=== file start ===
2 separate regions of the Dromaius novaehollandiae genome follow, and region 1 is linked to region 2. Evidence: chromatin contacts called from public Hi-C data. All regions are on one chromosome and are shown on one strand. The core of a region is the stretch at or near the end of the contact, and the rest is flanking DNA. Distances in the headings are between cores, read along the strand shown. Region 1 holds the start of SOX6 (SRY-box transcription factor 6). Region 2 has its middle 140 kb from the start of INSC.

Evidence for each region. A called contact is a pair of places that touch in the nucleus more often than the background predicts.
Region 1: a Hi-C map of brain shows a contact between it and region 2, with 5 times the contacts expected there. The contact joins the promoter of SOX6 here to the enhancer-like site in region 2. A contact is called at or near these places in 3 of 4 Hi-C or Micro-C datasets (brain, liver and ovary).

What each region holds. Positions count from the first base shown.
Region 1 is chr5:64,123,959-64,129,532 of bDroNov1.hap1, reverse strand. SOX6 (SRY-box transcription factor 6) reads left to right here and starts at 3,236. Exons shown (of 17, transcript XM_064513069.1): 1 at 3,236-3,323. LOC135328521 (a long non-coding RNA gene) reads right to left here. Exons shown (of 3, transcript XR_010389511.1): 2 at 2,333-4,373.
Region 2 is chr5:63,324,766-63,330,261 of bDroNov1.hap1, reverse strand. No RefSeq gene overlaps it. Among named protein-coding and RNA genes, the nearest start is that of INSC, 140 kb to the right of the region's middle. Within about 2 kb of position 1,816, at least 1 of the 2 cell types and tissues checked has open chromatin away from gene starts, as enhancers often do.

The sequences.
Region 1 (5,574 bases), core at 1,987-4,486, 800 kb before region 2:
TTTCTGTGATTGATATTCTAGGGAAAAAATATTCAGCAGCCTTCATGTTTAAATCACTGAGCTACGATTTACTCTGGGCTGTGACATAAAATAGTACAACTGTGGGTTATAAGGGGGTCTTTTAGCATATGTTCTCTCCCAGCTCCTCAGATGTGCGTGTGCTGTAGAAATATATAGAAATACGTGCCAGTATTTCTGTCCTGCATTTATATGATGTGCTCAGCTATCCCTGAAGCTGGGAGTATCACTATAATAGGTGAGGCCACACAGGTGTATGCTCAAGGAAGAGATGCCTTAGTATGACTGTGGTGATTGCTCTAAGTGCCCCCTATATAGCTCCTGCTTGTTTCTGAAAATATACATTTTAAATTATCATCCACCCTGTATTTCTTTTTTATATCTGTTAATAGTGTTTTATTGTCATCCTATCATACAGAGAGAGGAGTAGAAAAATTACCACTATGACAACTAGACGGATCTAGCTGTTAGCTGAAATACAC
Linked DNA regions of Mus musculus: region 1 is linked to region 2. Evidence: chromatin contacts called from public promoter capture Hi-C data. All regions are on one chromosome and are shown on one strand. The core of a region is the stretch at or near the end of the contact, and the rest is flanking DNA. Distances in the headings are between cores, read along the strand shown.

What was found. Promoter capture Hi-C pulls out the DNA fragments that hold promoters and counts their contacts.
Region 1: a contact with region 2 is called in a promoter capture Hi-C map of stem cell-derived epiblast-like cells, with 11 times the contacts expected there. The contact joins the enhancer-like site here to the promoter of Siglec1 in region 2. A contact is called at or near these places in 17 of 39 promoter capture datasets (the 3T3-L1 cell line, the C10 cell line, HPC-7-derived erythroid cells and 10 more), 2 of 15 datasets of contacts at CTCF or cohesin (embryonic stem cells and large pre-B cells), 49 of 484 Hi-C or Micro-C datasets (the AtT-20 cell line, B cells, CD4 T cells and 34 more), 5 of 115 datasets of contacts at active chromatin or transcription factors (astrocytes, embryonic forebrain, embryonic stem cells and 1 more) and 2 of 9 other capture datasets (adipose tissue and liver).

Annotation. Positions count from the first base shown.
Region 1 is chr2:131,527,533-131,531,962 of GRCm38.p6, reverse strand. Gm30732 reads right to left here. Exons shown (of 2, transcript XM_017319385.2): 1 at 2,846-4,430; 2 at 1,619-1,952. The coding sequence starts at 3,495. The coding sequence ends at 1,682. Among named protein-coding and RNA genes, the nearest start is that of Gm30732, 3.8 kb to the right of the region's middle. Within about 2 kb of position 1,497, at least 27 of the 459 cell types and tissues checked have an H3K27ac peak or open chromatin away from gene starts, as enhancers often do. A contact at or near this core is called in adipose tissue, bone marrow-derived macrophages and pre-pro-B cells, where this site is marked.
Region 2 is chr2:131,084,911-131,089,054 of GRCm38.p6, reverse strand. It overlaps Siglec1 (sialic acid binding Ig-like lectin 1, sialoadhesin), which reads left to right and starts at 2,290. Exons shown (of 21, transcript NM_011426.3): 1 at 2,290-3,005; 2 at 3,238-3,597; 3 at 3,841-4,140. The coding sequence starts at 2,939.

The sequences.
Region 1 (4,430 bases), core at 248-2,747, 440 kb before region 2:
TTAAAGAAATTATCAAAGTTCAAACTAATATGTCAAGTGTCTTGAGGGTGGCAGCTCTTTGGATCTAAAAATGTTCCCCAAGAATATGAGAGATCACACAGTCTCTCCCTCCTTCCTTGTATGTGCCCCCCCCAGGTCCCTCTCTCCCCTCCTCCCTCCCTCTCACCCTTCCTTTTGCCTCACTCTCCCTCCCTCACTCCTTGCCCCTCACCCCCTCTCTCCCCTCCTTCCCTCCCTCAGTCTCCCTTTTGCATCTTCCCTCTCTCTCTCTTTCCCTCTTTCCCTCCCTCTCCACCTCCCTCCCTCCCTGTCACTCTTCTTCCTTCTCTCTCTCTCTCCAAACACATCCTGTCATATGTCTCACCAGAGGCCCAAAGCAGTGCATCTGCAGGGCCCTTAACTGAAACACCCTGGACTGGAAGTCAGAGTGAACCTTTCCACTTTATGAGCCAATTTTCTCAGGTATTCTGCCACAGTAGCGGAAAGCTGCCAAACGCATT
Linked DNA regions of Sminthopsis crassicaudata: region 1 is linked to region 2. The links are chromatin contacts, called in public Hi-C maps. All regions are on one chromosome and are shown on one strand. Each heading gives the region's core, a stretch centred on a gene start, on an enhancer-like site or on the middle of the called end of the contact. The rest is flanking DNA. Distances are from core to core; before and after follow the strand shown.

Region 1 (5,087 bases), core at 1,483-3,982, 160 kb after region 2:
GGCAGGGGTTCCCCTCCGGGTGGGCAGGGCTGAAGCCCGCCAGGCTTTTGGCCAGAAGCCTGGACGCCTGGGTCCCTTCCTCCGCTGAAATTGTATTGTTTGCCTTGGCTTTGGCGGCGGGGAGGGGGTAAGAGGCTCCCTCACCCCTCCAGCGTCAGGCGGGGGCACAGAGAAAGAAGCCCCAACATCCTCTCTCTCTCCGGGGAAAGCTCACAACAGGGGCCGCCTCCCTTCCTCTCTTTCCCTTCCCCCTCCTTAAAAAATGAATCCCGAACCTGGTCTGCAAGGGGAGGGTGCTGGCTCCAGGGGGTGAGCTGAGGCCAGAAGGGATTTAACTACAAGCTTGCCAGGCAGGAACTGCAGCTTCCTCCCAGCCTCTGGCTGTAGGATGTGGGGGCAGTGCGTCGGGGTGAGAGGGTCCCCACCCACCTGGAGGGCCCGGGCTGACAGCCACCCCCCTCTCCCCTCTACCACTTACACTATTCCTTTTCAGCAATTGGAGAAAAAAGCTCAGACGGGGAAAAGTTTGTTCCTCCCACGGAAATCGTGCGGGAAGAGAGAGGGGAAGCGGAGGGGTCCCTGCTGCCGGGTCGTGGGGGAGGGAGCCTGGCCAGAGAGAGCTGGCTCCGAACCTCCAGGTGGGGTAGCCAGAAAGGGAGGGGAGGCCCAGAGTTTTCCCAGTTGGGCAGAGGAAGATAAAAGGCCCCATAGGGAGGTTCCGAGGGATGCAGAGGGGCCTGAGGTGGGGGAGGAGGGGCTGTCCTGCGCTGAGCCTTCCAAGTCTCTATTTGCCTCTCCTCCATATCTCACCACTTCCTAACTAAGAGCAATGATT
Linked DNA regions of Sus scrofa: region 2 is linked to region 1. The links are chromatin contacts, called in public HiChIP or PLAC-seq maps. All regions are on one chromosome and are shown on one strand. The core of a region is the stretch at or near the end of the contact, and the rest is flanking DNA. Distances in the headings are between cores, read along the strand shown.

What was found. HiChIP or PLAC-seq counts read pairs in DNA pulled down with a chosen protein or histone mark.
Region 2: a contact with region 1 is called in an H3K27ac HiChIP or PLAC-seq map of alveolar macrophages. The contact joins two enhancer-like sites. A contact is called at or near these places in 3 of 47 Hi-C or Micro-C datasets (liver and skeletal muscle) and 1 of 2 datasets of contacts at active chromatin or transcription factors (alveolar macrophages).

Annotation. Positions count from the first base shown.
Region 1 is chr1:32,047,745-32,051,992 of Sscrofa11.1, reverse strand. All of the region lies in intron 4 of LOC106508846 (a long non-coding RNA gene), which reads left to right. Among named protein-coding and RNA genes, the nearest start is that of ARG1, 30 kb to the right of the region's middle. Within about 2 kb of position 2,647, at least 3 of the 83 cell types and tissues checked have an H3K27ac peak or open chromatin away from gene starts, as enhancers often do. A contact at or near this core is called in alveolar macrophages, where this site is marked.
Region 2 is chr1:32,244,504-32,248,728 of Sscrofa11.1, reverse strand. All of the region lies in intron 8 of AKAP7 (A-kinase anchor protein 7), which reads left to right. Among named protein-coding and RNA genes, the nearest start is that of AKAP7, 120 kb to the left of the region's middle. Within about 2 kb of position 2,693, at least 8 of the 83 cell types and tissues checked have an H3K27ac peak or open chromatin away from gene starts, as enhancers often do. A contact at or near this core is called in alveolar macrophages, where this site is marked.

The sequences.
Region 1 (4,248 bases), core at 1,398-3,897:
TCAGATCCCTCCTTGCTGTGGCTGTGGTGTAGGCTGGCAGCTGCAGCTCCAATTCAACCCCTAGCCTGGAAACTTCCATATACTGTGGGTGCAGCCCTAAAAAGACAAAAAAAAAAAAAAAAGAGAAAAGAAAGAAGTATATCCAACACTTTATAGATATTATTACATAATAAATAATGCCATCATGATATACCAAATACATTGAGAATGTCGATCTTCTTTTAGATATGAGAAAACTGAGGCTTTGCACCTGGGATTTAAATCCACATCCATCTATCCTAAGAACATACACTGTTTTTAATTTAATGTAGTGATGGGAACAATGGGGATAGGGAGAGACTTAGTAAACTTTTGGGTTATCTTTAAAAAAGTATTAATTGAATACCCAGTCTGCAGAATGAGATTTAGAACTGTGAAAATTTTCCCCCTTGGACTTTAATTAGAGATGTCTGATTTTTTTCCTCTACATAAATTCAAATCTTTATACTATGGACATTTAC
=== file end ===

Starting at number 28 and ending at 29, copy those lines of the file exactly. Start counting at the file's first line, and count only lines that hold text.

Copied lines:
The sequences.
Region 1 (4,248 bases), core at 1,398-3,897: